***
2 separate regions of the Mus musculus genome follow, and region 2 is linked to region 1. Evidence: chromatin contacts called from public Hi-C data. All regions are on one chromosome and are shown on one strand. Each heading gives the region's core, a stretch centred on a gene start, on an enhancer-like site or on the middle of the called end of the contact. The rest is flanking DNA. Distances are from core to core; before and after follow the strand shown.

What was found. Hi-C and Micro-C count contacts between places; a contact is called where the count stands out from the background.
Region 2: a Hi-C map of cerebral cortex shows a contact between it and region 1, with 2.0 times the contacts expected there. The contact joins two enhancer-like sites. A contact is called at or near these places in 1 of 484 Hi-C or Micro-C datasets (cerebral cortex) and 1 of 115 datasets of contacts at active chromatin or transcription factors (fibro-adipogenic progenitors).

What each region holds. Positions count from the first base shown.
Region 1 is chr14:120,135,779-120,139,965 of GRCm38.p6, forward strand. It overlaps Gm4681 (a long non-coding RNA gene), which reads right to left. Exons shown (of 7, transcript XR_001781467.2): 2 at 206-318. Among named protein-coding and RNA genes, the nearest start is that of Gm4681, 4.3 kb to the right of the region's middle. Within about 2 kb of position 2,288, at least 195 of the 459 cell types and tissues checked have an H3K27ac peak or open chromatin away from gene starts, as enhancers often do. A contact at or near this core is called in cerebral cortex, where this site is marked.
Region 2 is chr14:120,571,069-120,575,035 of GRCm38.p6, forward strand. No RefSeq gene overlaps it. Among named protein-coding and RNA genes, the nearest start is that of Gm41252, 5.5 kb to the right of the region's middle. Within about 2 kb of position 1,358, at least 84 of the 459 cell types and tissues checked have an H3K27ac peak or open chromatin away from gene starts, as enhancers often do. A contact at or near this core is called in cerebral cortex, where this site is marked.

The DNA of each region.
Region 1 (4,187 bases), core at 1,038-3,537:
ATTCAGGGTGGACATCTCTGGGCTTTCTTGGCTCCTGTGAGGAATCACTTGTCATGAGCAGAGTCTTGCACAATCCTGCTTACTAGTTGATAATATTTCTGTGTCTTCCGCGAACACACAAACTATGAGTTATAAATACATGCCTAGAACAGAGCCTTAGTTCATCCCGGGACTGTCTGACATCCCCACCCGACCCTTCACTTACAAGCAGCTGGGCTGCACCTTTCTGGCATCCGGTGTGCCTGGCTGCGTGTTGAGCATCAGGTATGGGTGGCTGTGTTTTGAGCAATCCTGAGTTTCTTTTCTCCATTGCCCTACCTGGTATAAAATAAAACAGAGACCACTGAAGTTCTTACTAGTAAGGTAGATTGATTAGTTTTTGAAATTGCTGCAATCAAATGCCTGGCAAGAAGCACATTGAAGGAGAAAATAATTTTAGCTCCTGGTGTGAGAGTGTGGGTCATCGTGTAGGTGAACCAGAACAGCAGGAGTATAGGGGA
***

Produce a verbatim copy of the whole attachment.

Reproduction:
2 separate regions of the Mus musculus genome follow, and region 2 is linked to region 1. Evidence: chromatin contacts called from public Hi-C data. All regions are on one chromosome and are shown on one strand. Each heading gives the region's core, a stretch centred on a gene start, on an enhancer-like site or on the middle of the called end of the contact. The rest is flanking DNA. Distances are from core to core; before and after follow the strand shown.

What was found. Hi-C and Micro-C count contacts between places; a contact is called where the count stands out from the background.
Region 2: a Hi-C map of cerebral cortex shows a contact between it and region 1, with 2.0 times the contacts expected there. The contact joins two enhancer-like sites. A contact is called at or near these places in 1 of 484 Hi-C or Micro-C datasets (cerebral cortex) and 1 of 115 datasets of contacts at active chromatin or transcription factors (fibro-adipogenic progenitors).

What each region holds. Positions count from the first base shown.
Region 1 is chr14:120,135,779-120,139,965 of GRCm38.p6, forward strand. It overlaps Gm4681 (a long non-coding RNA gene), which reads right to left. Exons shown (of 7, transcript XR_001781467.2): 2 at 206-318. Among named protein-coding and RNA genes, the nearest start is that of Gm4681, 4.3 kb to the right of the region's middle. Within about 2 kb of position 2,288, at least 195 of the 459 cell types and tissues checked have an H3K27ac peak or open chromatin away from gene starts, as enhancers often do. A contact at or near this core is called in cerebral cortex, where this site is marked.
Region 2 is chr14:120,571,069-120,575,035 of GRCm38.p6, forward strand. No RefSeq gene overlaps it. Among named protein-coding and RNA genes, the nearest start is that of Gm41252, 5.5 kb to the right of the region's middle. Within about 2 kb of position 1,358, at least 84 of the 459 cell types and tissues checked have an H3K27ac peak or open chromatin away from gene starts, as enhancers often do. A contact at or near this core is called in cerebral cortex, where this site is marked.

The DNA of each region.
Region 1 (4,187 bases), core at 1,038-3,537:
ATTCAGGGTGGACATCTCTGGGCTTTCTTGGCTCCTGTGAGGAATCACTTGTCATGAGCAGAGTCTTGCACAATCCTGCTTACTAGTTGATAATATTTCTGTGTCTTCCGCGAACACACAAACTATGAGTTATAAATACATGCCTAGAACAGAGCCTTAGTTCATCCCGGGACTGTCTGACATCCCCACCCGACCCTTCACTTACAAGCAGCTGGGCTGCACCTTTCTGGCATCCGGTGTGCCTGGCTGCGTGTTGAGCATCAGGTATGGGTGGCTGTGTTTTGAGCAATCCTGAGTTTCTTTTCTCCATTGCCCTACCTGGTATAAAATAAAACAGAGACCACTGAAGTTCTTACTAGTAAGGTAGATTGATTAGTTTTTGAAATTGCTGCAATCAAATGCCTGGCAAGAAGCACATTGAAGGAGAAAATAATTTTAGCTCCTGGTGTGAGAGTGTGGGTCATCGTGTAGGTGAACCAGAACAGCAGGAGTATAGGGGA